Brick and Mortar LMS, you say?
January 18, 2011 3 Comments
It has been a bit of a dream in my head, for quite some time actually, to make digital tools available to teachers so they have the power to blur, if not erase entirely, the line between their classroom instructional environment and their students’ home environment.
Yes, this sounds like online schooling, but that’s not what I’m after here. Most of our students will continue to go to traditional comprehensive schools for the near future. Something about the draw of social connections, proms, labs, sports, and the like will keep most of them coming to school, and we will continue to hear criticisms like “school isn’t relevant,” or “I’m not learning the kind of stuff I need,” or “this is so boring, I can’t wait to get home.”
To me, this chasm between expectation and experience our students’ heads present an opportunity we as institutional educators are racing to miss. In our singular attention to online learning at higher educational levels, and to meet the needs of students by offering diverse content online, we seem to be ignoring our brick and mortar teacher brethren and sistren by relegating digital learning media to the corners of instruction to special experiences. We push for relevance in online experiences, but we haven’t quite wrapped our minds around the digital needs of the 95% of students remaining in classrooms.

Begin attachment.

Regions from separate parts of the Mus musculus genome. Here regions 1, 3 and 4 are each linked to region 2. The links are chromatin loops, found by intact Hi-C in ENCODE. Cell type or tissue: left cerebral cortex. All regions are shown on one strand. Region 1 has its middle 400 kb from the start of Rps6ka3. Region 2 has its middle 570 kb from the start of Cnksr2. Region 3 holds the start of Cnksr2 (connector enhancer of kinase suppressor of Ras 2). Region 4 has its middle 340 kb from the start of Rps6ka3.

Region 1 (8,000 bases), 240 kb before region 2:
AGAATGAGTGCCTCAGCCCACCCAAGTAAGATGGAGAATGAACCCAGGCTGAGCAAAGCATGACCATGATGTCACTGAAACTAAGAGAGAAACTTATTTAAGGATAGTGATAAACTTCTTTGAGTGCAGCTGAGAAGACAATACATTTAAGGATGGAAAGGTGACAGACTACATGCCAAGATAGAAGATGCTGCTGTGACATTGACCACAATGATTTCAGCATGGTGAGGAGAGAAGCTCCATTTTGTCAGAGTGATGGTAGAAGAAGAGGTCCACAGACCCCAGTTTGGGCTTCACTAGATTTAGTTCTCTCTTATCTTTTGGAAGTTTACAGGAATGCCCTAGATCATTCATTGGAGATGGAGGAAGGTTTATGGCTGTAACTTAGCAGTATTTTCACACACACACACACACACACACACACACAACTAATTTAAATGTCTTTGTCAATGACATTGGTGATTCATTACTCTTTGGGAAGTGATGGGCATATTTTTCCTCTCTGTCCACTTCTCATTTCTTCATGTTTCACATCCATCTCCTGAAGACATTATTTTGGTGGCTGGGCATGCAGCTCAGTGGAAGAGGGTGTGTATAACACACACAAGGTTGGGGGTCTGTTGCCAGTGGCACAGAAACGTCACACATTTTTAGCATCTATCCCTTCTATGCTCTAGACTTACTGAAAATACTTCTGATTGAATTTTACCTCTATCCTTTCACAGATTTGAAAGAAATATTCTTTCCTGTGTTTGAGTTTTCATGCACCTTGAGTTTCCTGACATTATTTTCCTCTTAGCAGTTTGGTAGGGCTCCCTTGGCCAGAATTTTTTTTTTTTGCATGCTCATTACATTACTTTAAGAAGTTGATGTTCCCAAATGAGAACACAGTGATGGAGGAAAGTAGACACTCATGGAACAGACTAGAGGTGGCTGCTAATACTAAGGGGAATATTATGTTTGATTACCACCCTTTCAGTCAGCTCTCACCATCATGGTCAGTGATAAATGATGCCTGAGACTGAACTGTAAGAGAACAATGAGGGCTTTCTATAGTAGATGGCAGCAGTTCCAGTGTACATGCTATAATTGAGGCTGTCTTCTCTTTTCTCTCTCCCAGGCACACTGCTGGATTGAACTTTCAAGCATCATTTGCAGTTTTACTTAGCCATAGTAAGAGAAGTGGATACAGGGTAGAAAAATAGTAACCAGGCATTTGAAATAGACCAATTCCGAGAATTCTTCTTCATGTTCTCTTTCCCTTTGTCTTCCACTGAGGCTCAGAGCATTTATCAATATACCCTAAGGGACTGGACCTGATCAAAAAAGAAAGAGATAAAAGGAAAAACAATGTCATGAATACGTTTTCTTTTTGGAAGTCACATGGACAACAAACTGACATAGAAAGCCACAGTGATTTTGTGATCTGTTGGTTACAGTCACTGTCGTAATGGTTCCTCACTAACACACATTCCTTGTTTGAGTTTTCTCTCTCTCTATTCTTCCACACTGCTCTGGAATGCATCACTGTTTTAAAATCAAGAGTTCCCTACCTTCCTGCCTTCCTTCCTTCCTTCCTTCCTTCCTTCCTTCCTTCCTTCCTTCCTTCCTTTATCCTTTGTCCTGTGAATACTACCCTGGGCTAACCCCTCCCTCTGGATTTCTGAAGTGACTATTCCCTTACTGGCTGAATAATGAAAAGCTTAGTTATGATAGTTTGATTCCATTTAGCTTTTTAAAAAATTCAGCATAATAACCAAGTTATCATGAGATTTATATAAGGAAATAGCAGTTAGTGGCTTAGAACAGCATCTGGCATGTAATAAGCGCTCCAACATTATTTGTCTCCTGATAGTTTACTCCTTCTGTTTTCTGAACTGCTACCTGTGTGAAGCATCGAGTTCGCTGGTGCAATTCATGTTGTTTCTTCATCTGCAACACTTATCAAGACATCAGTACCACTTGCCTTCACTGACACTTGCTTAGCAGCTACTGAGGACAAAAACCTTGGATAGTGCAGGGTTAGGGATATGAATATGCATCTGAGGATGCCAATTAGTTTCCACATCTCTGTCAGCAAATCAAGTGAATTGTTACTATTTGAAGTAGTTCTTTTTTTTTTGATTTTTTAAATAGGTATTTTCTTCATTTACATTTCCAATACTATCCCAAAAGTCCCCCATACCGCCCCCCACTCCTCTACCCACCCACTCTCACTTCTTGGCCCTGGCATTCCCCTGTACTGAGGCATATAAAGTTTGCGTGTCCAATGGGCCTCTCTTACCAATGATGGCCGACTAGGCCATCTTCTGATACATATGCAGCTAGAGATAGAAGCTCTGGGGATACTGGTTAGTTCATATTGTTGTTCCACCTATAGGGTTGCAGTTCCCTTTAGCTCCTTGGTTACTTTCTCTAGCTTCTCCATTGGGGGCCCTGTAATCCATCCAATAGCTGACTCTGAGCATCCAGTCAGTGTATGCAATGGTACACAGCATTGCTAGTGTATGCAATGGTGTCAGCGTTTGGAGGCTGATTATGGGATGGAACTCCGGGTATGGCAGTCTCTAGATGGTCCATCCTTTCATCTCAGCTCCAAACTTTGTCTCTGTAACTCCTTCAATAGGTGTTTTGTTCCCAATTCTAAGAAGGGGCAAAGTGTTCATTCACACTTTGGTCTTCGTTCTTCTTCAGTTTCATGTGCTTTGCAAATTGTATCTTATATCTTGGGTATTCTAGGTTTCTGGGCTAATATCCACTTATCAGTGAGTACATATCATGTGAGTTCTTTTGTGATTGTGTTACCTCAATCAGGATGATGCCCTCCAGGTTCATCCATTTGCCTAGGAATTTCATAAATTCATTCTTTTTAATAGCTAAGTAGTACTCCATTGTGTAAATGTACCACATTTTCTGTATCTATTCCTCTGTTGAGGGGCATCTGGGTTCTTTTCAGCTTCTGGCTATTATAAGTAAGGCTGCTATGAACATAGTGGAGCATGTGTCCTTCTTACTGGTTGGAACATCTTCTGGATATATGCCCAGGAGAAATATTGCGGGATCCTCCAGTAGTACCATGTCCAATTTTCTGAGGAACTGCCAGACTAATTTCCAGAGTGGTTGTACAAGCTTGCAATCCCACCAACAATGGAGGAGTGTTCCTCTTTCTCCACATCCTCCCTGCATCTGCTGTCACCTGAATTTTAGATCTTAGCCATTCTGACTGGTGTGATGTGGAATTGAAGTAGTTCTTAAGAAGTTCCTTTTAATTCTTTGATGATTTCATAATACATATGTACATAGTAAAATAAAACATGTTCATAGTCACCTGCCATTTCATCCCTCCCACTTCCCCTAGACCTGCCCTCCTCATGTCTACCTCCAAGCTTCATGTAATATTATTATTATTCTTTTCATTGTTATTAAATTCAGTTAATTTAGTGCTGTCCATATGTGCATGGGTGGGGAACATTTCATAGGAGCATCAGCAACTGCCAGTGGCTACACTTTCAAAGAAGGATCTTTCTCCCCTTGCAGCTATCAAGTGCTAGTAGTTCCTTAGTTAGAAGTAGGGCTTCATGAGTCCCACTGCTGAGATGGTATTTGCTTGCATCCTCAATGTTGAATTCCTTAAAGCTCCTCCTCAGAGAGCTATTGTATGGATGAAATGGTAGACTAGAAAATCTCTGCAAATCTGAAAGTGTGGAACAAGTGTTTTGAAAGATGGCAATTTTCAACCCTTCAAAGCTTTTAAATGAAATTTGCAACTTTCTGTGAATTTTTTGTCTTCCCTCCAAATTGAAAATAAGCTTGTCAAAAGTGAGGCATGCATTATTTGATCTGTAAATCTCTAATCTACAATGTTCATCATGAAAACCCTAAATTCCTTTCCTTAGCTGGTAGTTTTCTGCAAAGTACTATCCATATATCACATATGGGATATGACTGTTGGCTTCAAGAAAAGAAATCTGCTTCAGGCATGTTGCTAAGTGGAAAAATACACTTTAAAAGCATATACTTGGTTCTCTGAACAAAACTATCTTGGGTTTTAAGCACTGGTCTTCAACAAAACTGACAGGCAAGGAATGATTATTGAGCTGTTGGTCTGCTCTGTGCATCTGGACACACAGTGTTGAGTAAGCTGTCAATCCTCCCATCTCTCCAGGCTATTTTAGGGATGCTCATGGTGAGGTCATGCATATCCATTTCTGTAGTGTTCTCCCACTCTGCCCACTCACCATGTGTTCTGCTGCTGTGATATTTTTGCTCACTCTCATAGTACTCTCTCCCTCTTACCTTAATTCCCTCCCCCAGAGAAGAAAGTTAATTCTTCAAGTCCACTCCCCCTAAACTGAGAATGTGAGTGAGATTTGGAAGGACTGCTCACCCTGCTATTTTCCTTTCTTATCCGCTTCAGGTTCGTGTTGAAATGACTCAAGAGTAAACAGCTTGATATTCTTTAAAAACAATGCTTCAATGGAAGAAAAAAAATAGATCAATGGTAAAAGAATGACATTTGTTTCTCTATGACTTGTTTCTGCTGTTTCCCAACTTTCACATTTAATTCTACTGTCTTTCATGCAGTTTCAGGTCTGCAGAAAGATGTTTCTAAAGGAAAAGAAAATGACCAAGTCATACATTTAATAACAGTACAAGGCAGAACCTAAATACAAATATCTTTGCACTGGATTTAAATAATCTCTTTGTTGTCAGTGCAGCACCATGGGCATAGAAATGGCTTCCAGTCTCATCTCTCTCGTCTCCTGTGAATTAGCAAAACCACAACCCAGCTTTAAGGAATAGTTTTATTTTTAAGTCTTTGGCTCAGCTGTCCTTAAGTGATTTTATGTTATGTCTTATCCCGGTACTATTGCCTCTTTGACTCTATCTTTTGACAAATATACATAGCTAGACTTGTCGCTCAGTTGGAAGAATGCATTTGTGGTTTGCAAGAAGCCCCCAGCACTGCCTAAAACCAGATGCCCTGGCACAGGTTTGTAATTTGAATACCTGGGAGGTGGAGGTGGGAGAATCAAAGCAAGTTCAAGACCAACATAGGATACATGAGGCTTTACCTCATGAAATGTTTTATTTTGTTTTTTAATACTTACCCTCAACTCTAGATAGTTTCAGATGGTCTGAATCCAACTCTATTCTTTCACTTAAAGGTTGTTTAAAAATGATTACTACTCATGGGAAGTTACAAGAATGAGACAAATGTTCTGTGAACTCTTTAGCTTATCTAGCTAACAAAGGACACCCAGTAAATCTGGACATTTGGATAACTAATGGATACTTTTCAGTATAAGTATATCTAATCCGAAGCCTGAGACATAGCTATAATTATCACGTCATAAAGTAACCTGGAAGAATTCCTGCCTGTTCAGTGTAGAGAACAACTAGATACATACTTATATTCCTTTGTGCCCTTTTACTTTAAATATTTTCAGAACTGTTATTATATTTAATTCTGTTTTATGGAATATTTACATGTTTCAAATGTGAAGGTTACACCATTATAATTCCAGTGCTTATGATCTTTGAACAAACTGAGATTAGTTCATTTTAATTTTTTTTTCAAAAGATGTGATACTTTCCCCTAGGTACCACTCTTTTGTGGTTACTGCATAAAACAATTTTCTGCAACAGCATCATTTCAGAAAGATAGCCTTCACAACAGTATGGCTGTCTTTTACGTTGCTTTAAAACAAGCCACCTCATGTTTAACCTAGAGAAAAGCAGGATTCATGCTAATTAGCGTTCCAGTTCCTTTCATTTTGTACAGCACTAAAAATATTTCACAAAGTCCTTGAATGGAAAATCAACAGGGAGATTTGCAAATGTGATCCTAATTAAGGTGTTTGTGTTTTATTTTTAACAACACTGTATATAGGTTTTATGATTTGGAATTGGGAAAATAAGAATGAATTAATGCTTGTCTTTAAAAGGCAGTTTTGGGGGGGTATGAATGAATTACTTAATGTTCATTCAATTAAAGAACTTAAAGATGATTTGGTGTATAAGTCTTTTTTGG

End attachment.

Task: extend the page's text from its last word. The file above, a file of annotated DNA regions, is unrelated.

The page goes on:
All of our students are pushing back against the idea of “class.” They don’t fit the paradigm anymore, and the energy we put into cramming them into one-size-fits-all learning experiences the harder they push. There are visionaries out there, establishing entire schools around the idea of project-based, tech-mediated learning such as the New Tech Foundation, but where is this vision for everyone else?
There are teachers in our district ready to spring like mountain lions onto the fertile ground of a web-based learning management system in their classrooms. Yes, the failure to go here is about money, but it’s also about vision. Adults continue to wait for the kids to conform to our learning vision for them, and we continue to scratch our heads when presented with data on our failure; our dropout rates and achievement gap are just two extreme examples. Other failures are more subtle, and we merely need to listen to the kids to get a clue about them.